‘Violent brawl’ cafe in Finsbury Park set to open as karaoke bar
PUBLISHED: 07:10 12 May 2015
Troubled venue turns over a new leaf after closure
A cafe where mass brawls forced police to close it down may become an Eritrean karaoke bar.
Cafe Sham, in Seven Sisters Road, Finsbury Park, was stormed by officers and hit with a three month closure order in December following a series of violent incidents.
But once the order expired it reopened as the Red Sea Cafe, and now the owners want permission to sell alcohol until 1am and allow customers to “do a five minute karaoke type music following a traditional song”.
An Islington Council licensing committee will decide the application tonight.
The proprietors say they want to offer advice to their 150 members, including to refugees about asylum issues, English lessons, housing issues and finding friendship.
They say they will “assist Eritreans in getting their immigration papers, giving them direction to education and life in the UK so they can adapt and become good citizens”.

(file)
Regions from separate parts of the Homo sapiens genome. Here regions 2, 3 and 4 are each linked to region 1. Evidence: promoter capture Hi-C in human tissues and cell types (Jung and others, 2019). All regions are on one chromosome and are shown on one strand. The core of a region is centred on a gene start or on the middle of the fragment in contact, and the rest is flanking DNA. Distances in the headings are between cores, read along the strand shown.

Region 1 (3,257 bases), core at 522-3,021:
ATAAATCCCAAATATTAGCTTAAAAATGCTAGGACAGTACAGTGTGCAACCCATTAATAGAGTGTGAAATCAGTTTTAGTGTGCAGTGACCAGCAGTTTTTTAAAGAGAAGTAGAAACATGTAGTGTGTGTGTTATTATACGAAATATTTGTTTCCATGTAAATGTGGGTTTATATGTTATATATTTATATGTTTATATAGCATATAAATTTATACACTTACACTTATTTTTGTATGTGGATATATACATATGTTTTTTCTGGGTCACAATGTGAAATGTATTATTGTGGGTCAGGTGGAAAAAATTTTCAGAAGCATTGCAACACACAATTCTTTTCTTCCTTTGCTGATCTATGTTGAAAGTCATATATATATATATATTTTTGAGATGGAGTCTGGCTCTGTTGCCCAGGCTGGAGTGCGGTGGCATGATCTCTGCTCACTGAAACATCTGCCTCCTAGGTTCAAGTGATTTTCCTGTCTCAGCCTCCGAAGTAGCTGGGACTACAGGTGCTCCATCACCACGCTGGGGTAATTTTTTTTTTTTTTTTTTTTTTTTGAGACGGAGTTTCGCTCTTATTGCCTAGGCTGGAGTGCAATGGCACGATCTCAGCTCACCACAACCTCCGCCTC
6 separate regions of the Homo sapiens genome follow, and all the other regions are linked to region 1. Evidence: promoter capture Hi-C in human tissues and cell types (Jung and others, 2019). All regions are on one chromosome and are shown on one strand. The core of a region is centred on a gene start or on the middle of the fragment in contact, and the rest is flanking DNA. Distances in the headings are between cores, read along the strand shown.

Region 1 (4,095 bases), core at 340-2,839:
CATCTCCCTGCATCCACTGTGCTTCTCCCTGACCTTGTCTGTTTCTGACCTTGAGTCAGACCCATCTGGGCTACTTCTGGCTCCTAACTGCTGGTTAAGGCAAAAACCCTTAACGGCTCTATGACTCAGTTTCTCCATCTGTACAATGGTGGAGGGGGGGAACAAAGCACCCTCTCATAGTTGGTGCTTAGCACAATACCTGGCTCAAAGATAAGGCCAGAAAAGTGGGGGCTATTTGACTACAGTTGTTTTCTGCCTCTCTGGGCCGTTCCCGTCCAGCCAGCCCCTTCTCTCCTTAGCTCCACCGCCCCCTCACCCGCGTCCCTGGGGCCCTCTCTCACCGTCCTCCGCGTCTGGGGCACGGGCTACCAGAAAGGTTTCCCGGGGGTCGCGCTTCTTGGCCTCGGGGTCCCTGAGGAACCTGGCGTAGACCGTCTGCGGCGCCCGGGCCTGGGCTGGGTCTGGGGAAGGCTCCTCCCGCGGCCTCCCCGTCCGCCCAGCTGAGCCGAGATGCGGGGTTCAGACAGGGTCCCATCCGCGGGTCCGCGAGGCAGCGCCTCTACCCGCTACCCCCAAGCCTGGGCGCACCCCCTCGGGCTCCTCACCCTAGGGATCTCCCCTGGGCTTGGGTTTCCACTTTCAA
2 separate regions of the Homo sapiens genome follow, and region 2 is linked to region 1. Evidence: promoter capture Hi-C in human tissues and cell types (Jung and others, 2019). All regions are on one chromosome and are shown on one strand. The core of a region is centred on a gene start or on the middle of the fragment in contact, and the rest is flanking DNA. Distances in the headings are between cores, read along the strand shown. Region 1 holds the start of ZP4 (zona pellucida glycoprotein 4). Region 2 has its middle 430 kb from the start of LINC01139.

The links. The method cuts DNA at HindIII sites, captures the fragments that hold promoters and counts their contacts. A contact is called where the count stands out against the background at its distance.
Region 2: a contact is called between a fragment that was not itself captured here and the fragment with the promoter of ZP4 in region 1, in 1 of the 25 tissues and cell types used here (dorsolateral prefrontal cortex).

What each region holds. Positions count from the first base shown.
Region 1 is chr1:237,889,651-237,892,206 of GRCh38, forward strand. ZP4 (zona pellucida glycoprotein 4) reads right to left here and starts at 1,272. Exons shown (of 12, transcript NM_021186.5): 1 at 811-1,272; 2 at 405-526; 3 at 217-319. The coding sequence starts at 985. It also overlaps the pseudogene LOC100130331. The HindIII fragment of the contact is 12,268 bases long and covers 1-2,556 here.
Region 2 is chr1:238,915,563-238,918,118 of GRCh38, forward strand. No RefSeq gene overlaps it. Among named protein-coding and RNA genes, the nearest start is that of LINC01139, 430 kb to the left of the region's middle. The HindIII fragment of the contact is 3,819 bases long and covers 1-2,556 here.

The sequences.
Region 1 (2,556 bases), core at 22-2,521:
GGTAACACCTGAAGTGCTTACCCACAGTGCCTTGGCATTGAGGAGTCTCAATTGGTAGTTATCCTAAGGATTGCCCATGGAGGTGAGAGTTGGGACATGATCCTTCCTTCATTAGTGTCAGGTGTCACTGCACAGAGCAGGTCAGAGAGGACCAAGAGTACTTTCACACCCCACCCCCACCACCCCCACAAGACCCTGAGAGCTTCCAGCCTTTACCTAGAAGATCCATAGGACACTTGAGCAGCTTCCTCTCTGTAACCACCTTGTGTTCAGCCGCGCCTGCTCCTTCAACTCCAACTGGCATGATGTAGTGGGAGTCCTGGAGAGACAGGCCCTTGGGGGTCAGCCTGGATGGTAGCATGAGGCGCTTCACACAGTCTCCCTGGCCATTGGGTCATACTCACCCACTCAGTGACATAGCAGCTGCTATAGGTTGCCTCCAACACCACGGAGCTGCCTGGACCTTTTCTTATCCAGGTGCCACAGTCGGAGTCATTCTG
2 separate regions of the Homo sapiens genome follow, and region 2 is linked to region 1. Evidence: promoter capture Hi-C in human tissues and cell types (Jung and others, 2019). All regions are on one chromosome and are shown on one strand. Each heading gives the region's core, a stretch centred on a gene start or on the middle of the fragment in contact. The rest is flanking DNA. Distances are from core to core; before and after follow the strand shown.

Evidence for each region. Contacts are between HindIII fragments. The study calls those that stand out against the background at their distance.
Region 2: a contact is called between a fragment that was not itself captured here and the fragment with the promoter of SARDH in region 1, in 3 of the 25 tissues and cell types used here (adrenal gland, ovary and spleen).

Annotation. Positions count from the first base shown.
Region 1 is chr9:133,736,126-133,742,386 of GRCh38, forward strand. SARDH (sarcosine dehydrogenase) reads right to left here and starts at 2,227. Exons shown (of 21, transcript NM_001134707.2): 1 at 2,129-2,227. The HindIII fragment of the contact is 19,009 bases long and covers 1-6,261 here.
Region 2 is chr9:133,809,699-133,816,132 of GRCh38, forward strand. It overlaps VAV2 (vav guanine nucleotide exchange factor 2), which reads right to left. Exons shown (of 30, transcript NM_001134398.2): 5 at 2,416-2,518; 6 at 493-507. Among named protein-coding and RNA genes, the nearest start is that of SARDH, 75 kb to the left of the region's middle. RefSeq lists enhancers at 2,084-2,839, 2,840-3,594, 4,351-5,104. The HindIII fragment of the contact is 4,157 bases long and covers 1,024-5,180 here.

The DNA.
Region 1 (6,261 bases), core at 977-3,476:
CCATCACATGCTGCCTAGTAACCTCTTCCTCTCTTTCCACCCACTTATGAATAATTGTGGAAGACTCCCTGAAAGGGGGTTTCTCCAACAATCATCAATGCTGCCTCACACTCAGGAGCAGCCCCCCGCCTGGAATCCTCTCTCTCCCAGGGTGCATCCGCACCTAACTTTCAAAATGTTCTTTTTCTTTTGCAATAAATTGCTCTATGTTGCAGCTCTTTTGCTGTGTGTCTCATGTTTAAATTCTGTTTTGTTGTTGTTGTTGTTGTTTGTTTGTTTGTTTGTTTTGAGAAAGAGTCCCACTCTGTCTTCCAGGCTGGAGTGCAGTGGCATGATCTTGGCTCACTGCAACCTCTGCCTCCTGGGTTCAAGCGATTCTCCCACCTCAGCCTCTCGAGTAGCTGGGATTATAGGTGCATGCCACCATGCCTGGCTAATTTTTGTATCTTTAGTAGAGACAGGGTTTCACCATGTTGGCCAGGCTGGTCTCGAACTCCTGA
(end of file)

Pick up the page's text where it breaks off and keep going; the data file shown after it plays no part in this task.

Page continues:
But licensing officers have expressed concern about the “tendency of the management of the premises to lock people inside the premises until the early hours with the metal shutters down”.
Police point to violent incidents, including one where a drunk man had his teeth punched out, as possible reasons to refuse a drink licence.
And those who live near the venue complain about erratic opening hours, which they say can run until 6am, drug dealing outside the premises, prostitutes offering their services, bottles smashing, fights starting and police being called “daily”.
One landlord of a nearby property said a tenant who complained about the noise was “threatened with a gun pointed at her.”
Residents also expressed concerns about problems connected to “drugs, prostitution and trafficking young girls for prostitution”.
Richard Padwell, Inspector for Islington East Cluster, said: “They didn’t have to seek permission to reopen, but the owners came to meet us at the police station to say what they were putting in place to reduce disorder and anti-social behaviour, like training their door staff in stewarding and installing CCTV.
“They appeared to have done that, and it bodes well that they came to us. But we will monitor the situation and if they don’t keep up it up, we will seek further enforcement action.
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